Mark Beneke, 49, ranted at social workers and demanded to know where Helen Jones , Labour MP for Warrington North, held surgeries.

The unemployed alcoholic yelled: “It’s people like her who have put people in this position. I’m going to go there and Jo Cox her.”

Judge Andrew Menary, QC, said: “That was a particularly sinister threat, given the tragic circumstances in which Jo Cox MP herself lost her life.

“It was designed to be shocking, it was shocking and you reinforced that threat at the time by picking up a hunting knife – a fearsome weapon.”

Labour MP Jo Cox, 41, died after being shot and stabbed ahead of a constituency surgery in Birstall, West Yorkshire in June 2016.

Far-right terrorist Thomas Mair was found guilty of her murder and sentenced to life imprisonment with a whole life order.

Liverpool Crown Court heard Beneke was made redundant due to a back injury and had problems managing his benefits and “coping with life”.

Social workers Myra Chester and Barrie Heap went to his home with a food parcel and to talk about his financial difficulties on August 2 this year.

Christopher Taylor, prosecuting, said Beneke referred to a text message from the Department for Work and Pensions, which asked him to access his account.

Beneke said: “I’ve been summonsed like a dog. I’m not putting up with it, they’ve gone too far now.

“I don’t want to be here but if I’m going, I’m taking someone with me. They have pushed it too far this time, the f***ing c***s.”

After referencing Jo Cox, Beneke picked up a serrated “survival” knife, as frightened Mr Heaps and Ms Chester backed away.

He said: “I’m sorry, I know you’re just trying to help, it’s not your fault.”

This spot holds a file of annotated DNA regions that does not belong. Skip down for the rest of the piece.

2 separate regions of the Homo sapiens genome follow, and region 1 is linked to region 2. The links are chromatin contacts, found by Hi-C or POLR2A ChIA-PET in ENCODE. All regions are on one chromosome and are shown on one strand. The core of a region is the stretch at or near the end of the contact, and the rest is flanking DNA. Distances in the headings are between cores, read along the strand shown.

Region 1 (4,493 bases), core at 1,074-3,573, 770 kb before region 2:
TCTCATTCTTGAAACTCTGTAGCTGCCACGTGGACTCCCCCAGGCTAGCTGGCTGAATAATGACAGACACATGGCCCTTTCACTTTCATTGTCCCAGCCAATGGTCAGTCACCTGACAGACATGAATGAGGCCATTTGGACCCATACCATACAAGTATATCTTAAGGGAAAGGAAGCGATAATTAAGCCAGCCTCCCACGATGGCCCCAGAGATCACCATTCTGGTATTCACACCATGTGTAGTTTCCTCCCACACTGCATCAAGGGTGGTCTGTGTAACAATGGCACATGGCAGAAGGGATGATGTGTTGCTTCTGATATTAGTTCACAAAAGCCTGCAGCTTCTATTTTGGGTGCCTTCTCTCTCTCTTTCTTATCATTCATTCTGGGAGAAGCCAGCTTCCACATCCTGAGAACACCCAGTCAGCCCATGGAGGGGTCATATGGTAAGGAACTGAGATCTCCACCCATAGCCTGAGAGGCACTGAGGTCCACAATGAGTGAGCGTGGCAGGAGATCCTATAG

The pair reported the incident and when police arrived they discovered an arsenal of weapons, including three axes and more knives.

Beneke told officers he had a “hatred” for Mrs Jones “because she is an MP” and that Mrs Cox “meant nothing to him”.

Mr Taylor said: “He said he knew she was murdered by a man because she was trying to take his home from him.

“He was asked for his thoughts on her and said he didn’t care. He said he wouldn’t deny that he wanted Helen Jones dead.”

Ms Chester was left distressed, had to take time off work and is now considering looking for another job.

Beneke, of Grasmere Avenue, Orford, was found guilty of making threats to kill and admitted possessing cannabis.

He has four previous convictions for four offences, including dishonesty and criminal damage, but was last convicted in 2003.

Jonathan Duffy, defending, said Beneke’s difficulties were “the catalyst for his rant”.

He said he accepted becoming “extremely angry, emotional and frustrated” and he “momentarily lost control”.

Mr Duffy said: “He felt as though the recently imposed cuts to his benefits were an outrage in comparison to how those in the upper echelons of society were being treated.

“He said some very unkind, disparaging and inappropriate comments, hateful in many ways, and he is now ashamed.

“He never had any serious intention of causing Mrs Jones the anxiety and distress he caused her, let alone an intention to actually cause any violence towards her.

“He voted for her and is a long standing supporter of the Labour party.”

The lawyer argued Duffy – “a collector of knives” – had spent 19 weeks on remand and effectively “served his time”.

Judge Menary said it was a “peculiar incident” and that Beneke abused alcohol after losing his job.

He said there was no legitimate reason for him to have the hunting knife and ordered its forfeiture, along with the other weapons.

Judge Menary said the concern of Mrs Jones and the social workers was “perfectly understandable”.

However, he accepted the threats were “out of character” and noted Beneke was deemed to present a low risk of re-offending.

The judge said: “The feeling is it was the drink talking, rather than you.”

He handed him 18 months in prison, suspended for two years, a Rehabilitation Activity Requirement of up to 20 days and an alcohol treatment course.

Judge Menary also imposed a restraining order, preventing Beneke from contacting Mrs Jones.

Liverpool Echo